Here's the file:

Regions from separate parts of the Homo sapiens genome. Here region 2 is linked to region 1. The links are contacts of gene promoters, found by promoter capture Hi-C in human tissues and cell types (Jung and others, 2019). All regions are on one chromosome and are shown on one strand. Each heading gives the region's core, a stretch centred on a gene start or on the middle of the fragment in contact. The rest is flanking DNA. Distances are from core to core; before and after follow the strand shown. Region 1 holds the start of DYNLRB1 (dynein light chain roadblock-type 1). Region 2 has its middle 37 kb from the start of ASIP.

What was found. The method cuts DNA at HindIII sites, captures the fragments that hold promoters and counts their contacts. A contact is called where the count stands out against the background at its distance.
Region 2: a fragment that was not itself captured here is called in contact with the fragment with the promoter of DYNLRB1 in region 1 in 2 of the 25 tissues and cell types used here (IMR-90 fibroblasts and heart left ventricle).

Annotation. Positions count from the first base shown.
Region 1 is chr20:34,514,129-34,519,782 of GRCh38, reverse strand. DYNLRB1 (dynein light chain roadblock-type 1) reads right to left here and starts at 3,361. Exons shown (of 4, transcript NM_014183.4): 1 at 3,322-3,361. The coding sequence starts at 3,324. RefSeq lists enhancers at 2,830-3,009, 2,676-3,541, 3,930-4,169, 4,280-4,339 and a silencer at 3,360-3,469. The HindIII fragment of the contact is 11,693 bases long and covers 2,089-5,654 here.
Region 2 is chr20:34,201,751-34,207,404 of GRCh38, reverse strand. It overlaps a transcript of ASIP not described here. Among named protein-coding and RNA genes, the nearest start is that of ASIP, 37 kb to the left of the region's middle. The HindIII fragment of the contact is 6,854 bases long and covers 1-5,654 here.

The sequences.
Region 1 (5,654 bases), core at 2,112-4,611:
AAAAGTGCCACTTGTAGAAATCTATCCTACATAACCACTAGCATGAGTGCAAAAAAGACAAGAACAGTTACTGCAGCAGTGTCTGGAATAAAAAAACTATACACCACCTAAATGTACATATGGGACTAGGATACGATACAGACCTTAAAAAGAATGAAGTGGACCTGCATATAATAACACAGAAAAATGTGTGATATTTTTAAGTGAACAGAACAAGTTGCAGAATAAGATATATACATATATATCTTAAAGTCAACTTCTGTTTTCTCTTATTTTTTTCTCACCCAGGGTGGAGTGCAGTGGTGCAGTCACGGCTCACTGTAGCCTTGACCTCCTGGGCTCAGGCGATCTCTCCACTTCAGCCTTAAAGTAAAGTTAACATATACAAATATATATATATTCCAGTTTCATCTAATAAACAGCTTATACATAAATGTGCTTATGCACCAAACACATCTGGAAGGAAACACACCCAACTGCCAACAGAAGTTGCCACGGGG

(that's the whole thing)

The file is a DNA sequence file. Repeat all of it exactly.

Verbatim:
Regions from separate parts of the Homo sapiens genome. Here region 2 is linked to region 1. The links are contacts of gene promoters, found by promoter capture Hi-C in human tissues and cell types (Jung and others, 2019). All regions are on one chromosome and are shown on one strand. Each heading gives the region's core, a stretch centred on a gene start or on the middle of the fragment in contact. The rest is flanking DNA. Distances are from core to core; before and after follow the strand shown. Region 1 holds the start of DYNLRB1 (dynein light chain roadblock-type 1). Region 2 has its middle 37 kb from the start of ASIP.

What was found. The method cuts DNA at HindIII sites, captures the fragments that hold promoters and counts their contacts. A contact is called where the count stands out against the background at its distance.
Region 2: a fragment that was not itself captured here is called in contact with the fragment with the promoter of DYNLRB1 in region 1 in 2 of the 25 tissues and cell types used here (IMR-90 fibroblasts and heart left ventricle).

Annotation. Positions count from the first base shown.
Region 1 is chr20:34,514,129-34,519,782 of GRCh38, reverse strand. DYNLRB1 (dynein light chain roadblock-type 1) reads right to left here and starts at 3,361. Exons shown (of 4, transcript NM_014183.4): 1 at 3,322-3,361. The coding sequence starts at 3,324. RefSeq lists enhancers at 2,830-3,009, 2,676-3,541, 3,930-4,169, 4,280-4,339 and a silencer at 3,360-3,469. The HindIII fragment of the contact is 11,693 bases long and covers 2,089-5,654 here.
Region 2 is chr20:34,201,751-34,207,404 of GRCh38, reverse strand. It overlaps a transcript of ASIP not described here. Among named protein-coding and RNA genes, the nearest start is that of ASIP, 37 kb to the left of the region's middle. The HindIII fragment of the contact is 6,854 bases long and covers 1-5,654 here.

The sequences.
Region 1 (5,654 bases), core at 2,112-4,611:
AAAAGTGCCACTTGTAGAAATCTATCCTACATAACCACTAGCATGAGTGCAAAAAAGACAAGAACAGTTACTGCAGCAGTGTCTGGAATAAAAAAACTATACACCACCTAAATGTACATATGGGACTAGGATACGATACAGACCTTAAAAAGAATGAAGTGGACCTGCATATAATAACACAGAAAAATGTGTGATATTTTTAAGTGAACAGAACAAGTTGCAGAATAAGATATATACATATATATCTTAAAGTCAACTTCTGTTTTCTCTTATTTTTTTCTCACCCAGGGTGGAGTGCAGTGGTGCAGTCACGGCTCACTGTAGCCTTGACCTCCTGGGCTCAGGCGATCTCTCCACTTCAGCCTTAAAGTAAAGTTAACATATACAAATATATATATATTCCAGTTTCATCTAATAAACAGCTTATACATAAATGTGCTTATGCACCAAACACATCTGGAAGGAAACACACCCAACTGCCAACAGAAGTTGCCACGGGG